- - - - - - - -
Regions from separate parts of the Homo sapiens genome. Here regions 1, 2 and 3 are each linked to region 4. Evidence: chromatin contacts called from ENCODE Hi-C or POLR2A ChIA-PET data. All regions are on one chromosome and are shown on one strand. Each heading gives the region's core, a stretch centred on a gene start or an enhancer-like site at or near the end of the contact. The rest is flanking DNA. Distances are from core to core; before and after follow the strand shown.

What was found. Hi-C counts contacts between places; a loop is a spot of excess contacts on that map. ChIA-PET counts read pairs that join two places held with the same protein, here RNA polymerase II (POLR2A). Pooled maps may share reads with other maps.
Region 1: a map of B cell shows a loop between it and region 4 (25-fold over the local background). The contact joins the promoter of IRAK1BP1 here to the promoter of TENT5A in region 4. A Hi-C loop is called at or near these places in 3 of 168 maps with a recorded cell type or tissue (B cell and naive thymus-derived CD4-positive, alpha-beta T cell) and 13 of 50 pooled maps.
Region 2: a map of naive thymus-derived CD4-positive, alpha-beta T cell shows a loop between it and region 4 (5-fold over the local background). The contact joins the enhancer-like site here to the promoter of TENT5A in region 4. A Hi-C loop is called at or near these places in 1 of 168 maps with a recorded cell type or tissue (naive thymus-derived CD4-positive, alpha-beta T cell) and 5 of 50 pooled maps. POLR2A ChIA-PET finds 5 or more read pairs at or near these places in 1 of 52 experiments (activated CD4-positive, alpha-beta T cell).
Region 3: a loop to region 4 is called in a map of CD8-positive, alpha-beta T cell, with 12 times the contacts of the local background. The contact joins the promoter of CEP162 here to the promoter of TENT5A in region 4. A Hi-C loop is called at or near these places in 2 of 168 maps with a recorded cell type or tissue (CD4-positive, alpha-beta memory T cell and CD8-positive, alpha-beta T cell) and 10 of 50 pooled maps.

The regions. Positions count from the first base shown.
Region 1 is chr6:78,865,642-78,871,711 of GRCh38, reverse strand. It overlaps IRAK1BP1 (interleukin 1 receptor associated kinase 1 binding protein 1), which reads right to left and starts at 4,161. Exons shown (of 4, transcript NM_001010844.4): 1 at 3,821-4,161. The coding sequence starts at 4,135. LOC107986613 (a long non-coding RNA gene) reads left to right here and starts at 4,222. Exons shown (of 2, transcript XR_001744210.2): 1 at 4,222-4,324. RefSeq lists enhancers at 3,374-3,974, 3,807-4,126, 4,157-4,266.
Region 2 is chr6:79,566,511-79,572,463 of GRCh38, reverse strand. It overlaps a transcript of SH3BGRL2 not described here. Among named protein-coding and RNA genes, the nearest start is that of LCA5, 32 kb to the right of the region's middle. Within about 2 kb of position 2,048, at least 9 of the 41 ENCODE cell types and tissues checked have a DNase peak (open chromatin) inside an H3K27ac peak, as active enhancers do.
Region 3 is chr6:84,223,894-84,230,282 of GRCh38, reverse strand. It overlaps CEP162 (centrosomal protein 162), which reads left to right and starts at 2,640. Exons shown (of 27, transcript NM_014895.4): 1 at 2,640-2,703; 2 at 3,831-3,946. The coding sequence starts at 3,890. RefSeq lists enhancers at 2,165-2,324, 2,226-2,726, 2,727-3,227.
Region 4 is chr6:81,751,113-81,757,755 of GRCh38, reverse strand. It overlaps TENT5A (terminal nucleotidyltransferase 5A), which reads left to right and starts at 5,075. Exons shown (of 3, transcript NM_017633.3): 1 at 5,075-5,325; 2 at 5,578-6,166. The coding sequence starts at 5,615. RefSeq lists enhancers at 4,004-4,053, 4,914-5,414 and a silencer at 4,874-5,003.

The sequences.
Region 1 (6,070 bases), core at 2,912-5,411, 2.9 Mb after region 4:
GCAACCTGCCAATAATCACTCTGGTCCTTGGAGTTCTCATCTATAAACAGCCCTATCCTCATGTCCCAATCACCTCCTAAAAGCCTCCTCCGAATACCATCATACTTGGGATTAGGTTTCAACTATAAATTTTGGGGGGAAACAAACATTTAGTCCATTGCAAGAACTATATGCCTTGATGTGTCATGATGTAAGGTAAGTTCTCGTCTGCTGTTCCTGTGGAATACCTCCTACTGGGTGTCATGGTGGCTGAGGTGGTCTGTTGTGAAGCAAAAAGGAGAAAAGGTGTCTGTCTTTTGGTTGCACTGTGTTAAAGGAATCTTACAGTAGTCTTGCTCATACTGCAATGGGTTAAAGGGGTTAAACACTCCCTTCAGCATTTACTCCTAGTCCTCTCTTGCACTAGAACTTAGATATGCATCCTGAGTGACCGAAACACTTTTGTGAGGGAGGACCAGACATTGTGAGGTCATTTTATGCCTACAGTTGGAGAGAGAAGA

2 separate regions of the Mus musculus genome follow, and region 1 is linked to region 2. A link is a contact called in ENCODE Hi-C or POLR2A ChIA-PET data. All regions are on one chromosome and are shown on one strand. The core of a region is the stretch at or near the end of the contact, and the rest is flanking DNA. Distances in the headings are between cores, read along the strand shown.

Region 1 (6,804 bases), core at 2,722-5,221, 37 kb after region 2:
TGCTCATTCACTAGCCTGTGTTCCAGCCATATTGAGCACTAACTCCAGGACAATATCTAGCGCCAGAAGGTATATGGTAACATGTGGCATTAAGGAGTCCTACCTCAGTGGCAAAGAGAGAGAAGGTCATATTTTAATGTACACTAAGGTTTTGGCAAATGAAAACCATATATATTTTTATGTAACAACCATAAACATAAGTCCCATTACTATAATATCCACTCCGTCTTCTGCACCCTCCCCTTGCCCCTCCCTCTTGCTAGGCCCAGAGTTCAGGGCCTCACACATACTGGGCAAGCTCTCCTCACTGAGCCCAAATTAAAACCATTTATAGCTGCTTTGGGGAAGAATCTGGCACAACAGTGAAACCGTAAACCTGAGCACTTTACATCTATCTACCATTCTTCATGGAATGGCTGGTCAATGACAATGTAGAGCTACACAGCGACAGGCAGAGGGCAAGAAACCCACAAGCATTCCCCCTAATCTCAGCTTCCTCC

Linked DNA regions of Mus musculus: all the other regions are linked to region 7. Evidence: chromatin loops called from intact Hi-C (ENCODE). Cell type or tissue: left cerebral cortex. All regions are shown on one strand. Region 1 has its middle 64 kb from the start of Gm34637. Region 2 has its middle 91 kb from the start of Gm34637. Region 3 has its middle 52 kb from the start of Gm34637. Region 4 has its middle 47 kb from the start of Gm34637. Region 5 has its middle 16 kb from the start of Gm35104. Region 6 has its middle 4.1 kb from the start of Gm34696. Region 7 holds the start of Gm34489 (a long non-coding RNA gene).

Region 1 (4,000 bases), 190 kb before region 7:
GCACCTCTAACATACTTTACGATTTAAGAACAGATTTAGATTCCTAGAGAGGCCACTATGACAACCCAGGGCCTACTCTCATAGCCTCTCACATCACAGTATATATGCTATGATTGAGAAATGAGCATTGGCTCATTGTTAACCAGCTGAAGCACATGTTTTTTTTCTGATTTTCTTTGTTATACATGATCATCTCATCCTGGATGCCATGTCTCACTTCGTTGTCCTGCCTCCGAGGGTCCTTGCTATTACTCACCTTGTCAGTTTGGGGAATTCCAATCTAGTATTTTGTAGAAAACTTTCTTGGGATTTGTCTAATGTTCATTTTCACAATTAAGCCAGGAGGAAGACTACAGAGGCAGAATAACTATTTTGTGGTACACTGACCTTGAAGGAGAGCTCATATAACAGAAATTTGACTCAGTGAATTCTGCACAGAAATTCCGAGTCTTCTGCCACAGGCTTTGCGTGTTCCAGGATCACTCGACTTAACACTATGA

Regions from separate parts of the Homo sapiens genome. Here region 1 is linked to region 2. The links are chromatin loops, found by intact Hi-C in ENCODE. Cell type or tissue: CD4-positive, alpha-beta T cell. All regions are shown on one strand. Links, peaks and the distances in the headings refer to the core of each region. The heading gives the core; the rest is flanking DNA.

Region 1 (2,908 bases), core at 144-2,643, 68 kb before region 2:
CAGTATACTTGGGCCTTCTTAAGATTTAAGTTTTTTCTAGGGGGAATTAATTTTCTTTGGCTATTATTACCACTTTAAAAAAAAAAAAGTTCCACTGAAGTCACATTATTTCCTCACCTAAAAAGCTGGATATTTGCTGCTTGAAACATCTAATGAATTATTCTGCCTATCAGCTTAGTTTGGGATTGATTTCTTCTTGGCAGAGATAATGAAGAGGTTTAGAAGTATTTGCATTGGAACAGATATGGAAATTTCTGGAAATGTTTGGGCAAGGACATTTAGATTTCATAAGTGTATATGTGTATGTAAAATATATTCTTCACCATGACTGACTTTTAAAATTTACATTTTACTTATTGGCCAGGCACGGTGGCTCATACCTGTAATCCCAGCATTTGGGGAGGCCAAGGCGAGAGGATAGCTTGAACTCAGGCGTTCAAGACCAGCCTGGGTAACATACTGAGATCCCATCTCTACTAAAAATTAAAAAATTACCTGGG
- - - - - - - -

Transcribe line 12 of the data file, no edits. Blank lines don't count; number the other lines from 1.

Region 1 (6,070 bases), core at 2,912-5,411, 2.9 Mb after region 4: